Public transportation fares are making a comeback in Los Angeles after being eliminated in March of 2020. Now, two years into the pandemic, residents are still struggling, especially with rising prices, goods shortages and wage fights across the nation. Free or fare-reduced public transportation is necessary now more than ever. The United States needs to shift from a car-dependent society towards public transportation, both to help those in our communities and aid against climate change affecting our planet.
Public transportation benefits everyone — not just working class, low-income communities who often make up the majority of riders. Compared to automobiles, public transportation reduces air pollution and traffic congestion. According to the American Public Transportation Association (APTA), just a single commuter switching from a private vehicle to public transportation can reduce carbon dioxide emissions by 20 pounds a day, or 4,800 pounds a year. Public transportation is also a relatively cheaper option for both individuals and communities. In a report published by The Future Is Public Transport, investing in public transportation could create 4.6 million new jobs by 2030, creating an influx in jobs for communities that need it.
But fewer and fewer Americans use public transportation consistently. Since 1990, bus ridership has decreased by 17%. More and more people are choosing to purchase multiple vehicles rather than using the public transit systems that are readily available.
Public transportation is integral to thousands of LA residents. However, ridership has been on the decline for years, despite the city’s increase in funding to improve the system.
Why is public transportation decreasing in popularity? As America at large tends to favor cars, public transportation systems often inherit a stigma that categorizes them as “unsafe,” “slow” and “inconvenient.” But the real issues lie in American infrastructure and local governance. In many cities like LA, the landscape favors a car-centric model rather than one that relies on public transportation, resulting in insufficient public transit systems, regardless of how necessary they are for working class communities. Riders frequently deal with concerns about safety, a lack of reliable information such as arrival times, how extensive routes reach within the city, and simply how to use public transit.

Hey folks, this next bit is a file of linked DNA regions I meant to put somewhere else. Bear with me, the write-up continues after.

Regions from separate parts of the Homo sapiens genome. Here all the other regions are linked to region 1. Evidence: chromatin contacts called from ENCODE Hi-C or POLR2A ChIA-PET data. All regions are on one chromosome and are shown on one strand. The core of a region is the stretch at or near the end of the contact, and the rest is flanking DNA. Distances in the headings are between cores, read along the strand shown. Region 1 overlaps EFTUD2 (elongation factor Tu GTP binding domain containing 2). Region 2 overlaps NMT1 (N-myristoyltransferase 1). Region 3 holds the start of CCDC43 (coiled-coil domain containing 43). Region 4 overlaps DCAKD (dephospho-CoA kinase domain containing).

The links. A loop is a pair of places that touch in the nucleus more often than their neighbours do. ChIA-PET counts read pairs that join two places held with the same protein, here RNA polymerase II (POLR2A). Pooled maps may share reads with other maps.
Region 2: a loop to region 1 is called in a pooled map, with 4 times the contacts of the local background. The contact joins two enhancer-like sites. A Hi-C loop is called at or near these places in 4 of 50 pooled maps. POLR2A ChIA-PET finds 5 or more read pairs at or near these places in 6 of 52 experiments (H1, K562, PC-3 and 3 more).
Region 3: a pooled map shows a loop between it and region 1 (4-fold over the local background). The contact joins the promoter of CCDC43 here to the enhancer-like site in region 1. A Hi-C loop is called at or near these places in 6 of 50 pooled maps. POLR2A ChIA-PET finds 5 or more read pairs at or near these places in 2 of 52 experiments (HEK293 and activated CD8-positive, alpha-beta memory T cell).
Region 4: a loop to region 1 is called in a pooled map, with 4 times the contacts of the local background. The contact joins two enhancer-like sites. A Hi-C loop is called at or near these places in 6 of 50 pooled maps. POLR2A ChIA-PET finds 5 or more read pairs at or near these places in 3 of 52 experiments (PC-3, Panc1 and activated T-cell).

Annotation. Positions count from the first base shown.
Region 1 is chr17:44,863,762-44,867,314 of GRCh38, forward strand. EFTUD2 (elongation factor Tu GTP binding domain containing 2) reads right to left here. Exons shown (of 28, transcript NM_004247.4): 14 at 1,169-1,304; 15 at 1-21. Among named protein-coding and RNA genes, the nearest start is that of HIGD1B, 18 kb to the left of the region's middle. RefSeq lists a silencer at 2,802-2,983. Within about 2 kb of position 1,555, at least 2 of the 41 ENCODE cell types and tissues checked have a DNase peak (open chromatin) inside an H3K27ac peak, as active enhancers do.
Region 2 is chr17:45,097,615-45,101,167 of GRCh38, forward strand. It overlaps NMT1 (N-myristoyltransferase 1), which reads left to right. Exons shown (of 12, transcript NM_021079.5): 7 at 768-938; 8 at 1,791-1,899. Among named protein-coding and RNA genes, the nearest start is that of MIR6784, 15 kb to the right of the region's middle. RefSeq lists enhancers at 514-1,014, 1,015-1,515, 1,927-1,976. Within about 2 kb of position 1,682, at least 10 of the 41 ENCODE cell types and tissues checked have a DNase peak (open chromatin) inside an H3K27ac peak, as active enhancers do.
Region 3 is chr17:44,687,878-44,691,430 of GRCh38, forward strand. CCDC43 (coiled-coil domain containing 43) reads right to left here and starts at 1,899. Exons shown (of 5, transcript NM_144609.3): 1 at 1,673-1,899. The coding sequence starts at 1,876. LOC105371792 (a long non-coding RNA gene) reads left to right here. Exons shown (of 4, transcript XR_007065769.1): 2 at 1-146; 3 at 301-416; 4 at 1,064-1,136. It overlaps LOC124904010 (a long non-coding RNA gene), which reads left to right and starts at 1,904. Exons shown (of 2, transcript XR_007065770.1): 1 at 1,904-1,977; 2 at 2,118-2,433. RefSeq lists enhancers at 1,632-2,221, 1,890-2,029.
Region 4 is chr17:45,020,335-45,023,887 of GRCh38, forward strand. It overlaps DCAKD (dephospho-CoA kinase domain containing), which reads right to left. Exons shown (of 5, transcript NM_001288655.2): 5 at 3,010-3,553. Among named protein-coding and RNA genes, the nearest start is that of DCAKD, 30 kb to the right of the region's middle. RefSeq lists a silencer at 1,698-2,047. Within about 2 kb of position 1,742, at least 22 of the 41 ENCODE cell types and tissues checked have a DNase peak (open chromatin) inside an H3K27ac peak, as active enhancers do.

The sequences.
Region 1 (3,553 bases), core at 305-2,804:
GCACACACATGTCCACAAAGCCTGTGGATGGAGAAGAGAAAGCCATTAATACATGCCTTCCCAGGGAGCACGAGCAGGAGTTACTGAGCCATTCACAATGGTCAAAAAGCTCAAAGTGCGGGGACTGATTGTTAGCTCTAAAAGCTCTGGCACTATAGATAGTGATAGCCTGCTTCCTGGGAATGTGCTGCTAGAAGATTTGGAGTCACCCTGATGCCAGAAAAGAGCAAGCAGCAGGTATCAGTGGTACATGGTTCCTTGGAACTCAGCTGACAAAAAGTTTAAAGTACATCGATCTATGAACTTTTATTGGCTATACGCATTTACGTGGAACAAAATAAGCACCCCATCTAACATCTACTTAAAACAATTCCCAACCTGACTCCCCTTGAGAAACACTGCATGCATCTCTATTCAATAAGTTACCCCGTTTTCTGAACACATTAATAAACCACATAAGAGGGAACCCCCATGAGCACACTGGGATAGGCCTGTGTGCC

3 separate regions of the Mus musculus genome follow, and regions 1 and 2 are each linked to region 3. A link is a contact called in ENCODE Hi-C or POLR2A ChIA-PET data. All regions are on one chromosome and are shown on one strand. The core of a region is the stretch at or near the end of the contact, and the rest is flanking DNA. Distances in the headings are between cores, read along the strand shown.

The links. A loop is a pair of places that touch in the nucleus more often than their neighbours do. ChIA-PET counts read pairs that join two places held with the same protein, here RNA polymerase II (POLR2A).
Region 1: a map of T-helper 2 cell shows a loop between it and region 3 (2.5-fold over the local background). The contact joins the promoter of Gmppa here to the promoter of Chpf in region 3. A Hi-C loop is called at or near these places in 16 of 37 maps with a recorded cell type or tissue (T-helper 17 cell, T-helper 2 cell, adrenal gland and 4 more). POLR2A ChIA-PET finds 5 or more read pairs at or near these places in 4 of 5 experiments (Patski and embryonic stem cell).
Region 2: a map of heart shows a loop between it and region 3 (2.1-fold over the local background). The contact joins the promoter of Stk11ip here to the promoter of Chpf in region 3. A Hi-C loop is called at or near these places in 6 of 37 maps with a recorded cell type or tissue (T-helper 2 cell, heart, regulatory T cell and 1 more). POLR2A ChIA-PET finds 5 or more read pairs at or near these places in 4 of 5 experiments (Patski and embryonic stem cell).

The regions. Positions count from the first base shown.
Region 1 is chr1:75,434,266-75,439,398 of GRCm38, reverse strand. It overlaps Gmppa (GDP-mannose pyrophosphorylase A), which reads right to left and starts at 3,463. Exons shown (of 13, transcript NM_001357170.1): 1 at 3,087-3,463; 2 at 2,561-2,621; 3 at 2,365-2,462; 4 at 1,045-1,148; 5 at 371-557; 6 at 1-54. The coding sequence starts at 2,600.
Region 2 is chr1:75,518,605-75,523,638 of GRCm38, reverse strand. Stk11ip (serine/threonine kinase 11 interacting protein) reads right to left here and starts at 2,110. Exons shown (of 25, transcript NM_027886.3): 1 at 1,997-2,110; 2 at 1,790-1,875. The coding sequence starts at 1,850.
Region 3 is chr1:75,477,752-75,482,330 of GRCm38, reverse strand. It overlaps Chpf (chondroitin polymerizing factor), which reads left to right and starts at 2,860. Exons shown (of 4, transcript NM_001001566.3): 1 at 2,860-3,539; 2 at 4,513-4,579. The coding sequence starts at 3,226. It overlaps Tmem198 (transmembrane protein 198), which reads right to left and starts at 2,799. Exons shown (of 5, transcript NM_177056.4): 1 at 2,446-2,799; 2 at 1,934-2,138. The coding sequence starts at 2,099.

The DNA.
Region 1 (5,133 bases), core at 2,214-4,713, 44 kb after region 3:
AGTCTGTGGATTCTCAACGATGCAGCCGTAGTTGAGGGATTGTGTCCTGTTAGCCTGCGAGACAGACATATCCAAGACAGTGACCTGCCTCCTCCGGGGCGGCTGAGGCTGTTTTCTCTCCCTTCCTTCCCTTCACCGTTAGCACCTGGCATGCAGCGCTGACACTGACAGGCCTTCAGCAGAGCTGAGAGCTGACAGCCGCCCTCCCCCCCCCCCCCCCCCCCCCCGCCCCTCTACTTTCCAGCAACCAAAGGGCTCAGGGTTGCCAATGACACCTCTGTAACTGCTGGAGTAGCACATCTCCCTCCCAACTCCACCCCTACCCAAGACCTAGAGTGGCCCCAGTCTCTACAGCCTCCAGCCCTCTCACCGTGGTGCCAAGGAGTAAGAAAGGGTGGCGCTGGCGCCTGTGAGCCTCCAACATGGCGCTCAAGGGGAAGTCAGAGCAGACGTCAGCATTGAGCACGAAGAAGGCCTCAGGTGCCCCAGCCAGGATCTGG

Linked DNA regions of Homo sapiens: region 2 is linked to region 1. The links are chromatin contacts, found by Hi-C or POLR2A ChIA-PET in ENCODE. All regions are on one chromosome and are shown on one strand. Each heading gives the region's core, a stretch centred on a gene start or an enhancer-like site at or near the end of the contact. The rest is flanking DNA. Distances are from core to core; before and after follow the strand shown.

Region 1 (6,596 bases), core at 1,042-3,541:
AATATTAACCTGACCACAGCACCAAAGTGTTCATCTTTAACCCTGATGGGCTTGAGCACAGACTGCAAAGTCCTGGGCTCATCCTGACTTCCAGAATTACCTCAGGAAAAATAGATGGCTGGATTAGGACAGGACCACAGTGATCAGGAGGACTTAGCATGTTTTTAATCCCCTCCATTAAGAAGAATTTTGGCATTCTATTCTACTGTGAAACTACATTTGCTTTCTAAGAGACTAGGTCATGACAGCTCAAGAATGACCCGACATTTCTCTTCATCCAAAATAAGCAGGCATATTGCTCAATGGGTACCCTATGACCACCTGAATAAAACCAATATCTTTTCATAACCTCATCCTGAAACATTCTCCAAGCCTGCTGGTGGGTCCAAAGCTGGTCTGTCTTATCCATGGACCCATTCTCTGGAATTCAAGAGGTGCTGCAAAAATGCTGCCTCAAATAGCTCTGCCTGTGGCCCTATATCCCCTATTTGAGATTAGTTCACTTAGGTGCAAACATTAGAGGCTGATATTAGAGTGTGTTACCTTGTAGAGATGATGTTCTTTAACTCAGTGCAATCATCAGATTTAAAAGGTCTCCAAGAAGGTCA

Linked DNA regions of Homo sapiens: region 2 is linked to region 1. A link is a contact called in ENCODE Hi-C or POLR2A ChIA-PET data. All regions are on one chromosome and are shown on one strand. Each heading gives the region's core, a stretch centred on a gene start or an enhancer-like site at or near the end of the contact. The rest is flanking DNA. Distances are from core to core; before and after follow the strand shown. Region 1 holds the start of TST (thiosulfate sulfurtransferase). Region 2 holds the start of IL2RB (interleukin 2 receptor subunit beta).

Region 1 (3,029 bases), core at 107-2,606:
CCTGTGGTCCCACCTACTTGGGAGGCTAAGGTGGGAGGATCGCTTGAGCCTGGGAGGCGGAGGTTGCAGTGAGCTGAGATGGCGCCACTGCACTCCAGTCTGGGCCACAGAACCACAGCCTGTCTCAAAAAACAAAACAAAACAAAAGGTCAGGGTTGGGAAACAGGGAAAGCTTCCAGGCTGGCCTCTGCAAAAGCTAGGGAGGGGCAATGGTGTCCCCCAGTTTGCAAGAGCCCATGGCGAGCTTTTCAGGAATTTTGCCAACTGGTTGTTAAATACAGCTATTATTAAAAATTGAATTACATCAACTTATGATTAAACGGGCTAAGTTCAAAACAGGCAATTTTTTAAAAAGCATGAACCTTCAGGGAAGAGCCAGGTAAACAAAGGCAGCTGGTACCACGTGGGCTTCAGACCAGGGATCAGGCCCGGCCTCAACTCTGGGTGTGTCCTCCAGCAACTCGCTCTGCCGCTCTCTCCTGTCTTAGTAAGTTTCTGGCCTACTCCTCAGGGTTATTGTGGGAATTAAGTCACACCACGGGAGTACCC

LA as well as other cities that prioritize cars over public transportation need to take these issues into consideration if they want public transportation to flourish. Concerns over crime are especially rampant in New York City, with 90% of subway riders in a survey citing safety as important in their decision of returning to riding. As a result, the mayor of NYC announced an increase in patrolling. While this is a viable solution, over-policing, especially in communities predominantly made up of people of color, may pose additional safety issues. For an increase in patrolling to work, a fine line must be drawn between protecting public safety and over-policing.
The lack of reliable transit information can be solved if cities make public transformation information easily accessible, whether by providing information in a multitude of languages or improving technology to adequately reflect accurate, up-to-date travel information.
LA has been making initiatives such as their LIFE and DASH programs, which incentivize low-income residents and students to utilize public transportation. Reducing fares could significantly encourage residents to make use of their local public transportation systems. For public transportation to work efficiently nationwide, more cities need to follow suit.
While it’s ultimately up to local governments to put in the work on public transit systems, residents themselves can also make small changes to support public transportation. Simply choosing buses, subway systems or trains over cars during more suitable commutes is one way we can contribute.
If governments and citizens can take the initiative to prioritize public transportation in American society, it can gradually replace means of car transportation, promoting an environmentally cleaner and more efficient way of traveling.
Camelia Heins is an Opinion Staff Writer. She can be reached at firstname.lastname@example.org.